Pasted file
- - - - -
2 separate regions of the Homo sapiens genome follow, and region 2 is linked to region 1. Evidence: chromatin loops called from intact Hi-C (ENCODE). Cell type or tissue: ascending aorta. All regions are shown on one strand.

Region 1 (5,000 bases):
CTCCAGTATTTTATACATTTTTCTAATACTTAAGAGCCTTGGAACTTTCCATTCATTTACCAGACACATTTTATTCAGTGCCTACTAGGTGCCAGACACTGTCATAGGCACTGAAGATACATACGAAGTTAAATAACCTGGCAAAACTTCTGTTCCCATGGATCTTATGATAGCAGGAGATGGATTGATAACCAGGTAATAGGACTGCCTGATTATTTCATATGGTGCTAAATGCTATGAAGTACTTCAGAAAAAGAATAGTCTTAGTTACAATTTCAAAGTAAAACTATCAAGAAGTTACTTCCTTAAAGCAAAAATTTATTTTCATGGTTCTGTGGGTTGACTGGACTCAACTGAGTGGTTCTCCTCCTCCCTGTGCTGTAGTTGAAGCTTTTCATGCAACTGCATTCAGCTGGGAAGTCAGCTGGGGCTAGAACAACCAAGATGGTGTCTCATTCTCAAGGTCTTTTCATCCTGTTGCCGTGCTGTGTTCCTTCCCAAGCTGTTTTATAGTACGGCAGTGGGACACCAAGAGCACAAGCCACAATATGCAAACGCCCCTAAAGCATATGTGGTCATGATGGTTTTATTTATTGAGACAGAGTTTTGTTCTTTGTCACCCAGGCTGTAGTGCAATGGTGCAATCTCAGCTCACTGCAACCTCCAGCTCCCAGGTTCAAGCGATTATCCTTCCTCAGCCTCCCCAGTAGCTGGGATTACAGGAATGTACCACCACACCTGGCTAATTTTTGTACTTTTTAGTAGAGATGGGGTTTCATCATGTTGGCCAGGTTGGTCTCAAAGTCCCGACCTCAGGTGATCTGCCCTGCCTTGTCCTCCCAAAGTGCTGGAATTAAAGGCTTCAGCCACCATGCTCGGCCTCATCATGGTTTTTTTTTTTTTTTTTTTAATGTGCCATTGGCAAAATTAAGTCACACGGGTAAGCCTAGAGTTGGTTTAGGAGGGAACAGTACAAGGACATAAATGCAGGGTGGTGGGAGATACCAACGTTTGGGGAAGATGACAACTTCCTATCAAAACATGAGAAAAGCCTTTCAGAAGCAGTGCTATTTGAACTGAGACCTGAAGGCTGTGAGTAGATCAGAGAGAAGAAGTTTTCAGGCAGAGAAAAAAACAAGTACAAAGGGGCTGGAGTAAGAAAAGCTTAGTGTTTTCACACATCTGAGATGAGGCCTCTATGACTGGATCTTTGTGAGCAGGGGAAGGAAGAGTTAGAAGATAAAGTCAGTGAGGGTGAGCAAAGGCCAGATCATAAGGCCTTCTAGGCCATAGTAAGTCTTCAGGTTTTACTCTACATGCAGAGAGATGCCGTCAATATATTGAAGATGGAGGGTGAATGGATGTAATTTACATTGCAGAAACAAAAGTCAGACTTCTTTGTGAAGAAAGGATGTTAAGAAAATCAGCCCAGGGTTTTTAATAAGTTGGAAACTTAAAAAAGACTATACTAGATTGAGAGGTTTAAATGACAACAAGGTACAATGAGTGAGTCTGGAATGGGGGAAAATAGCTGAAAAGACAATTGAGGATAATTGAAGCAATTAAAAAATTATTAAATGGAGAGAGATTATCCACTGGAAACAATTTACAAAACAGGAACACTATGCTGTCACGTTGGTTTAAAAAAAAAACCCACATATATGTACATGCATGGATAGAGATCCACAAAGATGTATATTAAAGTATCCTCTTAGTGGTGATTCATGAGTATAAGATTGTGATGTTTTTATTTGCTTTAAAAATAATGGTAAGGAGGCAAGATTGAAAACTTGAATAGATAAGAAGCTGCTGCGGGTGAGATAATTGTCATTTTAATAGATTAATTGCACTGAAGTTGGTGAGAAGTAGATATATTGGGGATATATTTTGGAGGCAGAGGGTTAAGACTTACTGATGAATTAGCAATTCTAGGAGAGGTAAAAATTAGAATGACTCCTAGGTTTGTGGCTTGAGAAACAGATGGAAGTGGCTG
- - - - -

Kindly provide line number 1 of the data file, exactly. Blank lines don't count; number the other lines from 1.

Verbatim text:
2 separate regions of the Homo sapiens genome follow, and region 2 is linked to region 1. Evidence: chromatin loops called from intact Hi-C (ENCODE). Cell type or tissue: ascending aorta. All regions are shown on one strand.